I'm reading a great book right now. I was asked weeks ago to participate in the blog tour for Holy Roller and thought right away that it sounded like a story I would enjoy. When the book came in the mail, something about the cover bothered me. I know I'm not supposed to think like that, but I did, and because I'm not crazy about the cover art, I put off reading it until this week. Funny how I expected to be less than enthused by the contents because I was bored by the cover. I thought I was smarter than that.
(Marketing, people. Marketing.) Oh, and I just this week realized that's a cross on the cover. I have no idea what I thought it was. And I have no suggestions, by the way, for a better cover. Just sayin'.
OK, so anyway, I'm a few chapters in and I am devouring the true story for many reasons - not the least of which is the fact that the loving and accepting spirit of the congregation Julie happens upon in her journey reminds me some of the congregation at our church in Birmingham. The kind of people who make you want to be a better person and make you wonder how we end up believing the things we believe before we really see for ourselves what is true and real. Why do we judge someone before we know them? Why do we judge a book by its cover?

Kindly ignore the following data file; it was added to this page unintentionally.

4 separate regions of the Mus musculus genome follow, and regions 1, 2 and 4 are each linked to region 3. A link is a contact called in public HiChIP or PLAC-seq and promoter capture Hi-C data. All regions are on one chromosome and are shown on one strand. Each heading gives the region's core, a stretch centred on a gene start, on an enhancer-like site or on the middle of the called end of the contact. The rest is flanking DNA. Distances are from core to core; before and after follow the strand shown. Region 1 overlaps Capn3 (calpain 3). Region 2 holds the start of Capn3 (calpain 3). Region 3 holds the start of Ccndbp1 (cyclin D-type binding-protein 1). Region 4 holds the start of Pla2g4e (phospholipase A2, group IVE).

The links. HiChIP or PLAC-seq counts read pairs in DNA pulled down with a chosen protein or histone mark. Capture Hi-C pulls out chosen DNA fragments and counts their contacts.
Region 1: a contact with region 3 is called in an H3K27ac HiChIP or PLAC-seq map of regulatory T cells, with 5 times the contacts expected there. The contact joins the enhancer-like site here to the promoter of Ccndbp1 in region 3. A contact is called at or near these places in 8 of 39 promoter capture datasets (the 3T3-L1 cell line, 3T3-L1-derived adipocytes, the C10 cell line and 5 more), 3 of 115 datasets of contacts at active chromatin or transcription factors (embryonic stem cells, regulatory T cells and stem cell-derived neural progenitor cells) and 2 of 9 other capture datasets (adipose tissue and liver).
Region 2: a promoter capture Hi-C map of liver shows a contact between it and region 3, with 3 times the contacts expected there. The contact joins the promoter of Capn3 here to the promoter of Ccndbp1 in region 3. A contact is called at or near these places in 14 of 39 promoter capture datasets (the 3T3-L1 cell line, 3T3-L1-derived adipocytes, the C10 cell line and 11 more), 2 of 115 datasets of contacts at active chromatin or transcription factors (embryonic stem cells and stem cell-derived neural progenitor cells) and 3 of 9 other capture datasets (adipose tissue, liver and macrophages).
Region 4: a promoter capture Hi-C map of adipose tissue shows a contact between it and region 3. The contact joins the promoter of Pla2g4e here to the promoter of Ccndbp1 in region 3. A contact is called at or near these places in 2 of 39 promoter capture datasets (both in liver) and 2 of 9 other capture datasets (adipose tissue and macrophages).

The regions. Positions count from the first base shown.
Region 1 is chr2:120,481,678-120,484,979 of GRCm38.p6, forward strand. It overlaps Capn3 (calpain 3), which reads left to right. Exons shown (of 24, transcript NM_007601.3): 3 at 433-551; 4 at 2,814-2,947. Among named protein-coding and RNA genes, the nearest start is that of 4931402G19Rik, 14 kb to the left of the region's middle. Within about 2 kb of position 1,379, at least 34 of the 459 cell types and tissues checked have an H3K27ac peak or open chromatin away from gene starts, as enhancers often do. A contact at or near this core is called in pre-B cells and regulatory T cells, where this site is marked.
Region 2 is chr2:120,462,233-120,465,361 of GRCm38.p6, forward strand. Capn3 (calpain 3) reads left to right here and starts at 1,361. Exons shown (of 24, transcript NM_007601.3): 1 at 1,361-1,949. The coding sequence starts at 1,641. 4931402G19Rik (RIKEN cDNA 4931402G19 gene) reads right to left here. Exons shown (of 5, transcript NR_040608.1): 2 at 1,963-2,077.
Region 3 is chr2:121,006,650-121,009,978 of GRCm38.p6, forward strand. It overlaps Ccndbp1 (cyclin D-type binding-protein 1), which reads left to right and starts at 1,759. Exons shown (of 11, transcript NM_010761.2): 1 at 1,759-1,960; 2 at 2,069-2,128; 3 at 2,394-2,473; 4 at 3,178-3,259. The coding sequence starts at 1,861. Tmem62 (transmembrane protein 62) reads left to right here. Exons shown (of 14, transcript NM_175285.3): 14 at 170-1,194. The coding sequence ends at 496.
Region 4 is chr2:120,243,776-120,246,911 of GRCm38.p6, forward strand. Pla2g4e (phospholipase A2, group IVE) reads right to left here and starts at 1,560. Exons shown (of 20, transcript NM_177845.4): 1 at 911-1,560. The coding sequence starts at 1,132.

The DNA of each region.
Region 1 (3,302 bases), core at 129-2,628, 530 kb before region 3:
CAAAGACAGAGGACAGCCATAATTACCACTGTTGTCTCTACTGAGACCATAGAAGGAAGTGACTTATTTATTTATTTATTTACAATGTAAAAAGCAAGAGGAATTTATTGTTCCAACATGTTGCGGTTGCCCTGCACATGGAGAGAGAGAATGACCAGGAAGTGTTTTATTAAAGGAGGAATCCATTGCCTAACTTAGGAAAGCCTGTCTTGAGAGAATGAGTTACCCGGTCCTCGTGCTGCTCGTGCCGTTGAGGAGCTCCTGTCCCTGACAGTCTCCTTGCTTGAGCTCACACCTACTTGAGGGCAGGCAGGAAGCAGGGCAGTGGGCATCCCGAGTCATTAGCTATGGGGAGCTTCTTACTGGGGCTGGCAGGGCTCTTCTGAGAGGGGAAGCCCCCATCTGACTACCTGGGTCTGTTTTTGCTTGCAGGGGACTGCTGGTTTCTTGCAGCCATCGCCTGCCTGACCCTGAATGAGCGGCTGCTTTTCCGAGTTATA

I will post a publisher's summary of the book below along with some information about the author, Julie Lyons. Here's the best part of today's post, though - I have a copy of Holy Roller to give away! All you have to do to be entered to win is leave a comment. I will pick a winner Sunday evening. Tell me this - Have you ever judged a book by its cover?
Julie Lyons was working as a crime reporter when she followed a hunch into the South Dallas ghetto. She wasn’t hunting drug dealers, but drug addicts who had been supernaturally healed of their addictions. Was there a church in the most violent part of the city that prayed for addicts and got results?
At The Body of Christ Assembly, a rundown church on an out-of-the-way street, Lyons found the story she was looking for. The minister welcomed criminals, prostitutes, and street people–anyone who needed God. He prayed for the sick, the addicted, and the demon-possessed, and people were supernaturally healed.
Lyons’s story landed on the front page of the Dallas Times Herald. But she got much more than just a great story, she found an unlikely spiritual home. Though the parishioners at The Body of Christ Assembly are black and Pentecostal, and Lyons is white and from a traditional church background, she embraced their spirituality–that of “the Holy Ghost and fire.”
It’s all here in Holy Roller–the stories of people desperate for God’s help. And the actions of a God who doesn’t forget the people who need His power.
Julie Lyons is an award-winning writer, editor and investigative reporter who for more than 11 years served as editor-in-chief of the Dallas Observer, an alternative weekly newspaper owned by Village Voice Media. She holds a master’s degree in journalism from Northwestern University and a B.A. in English from Seattle Pacific University. She and her husband, Larry Lyons Jr., live in Dallas with their son.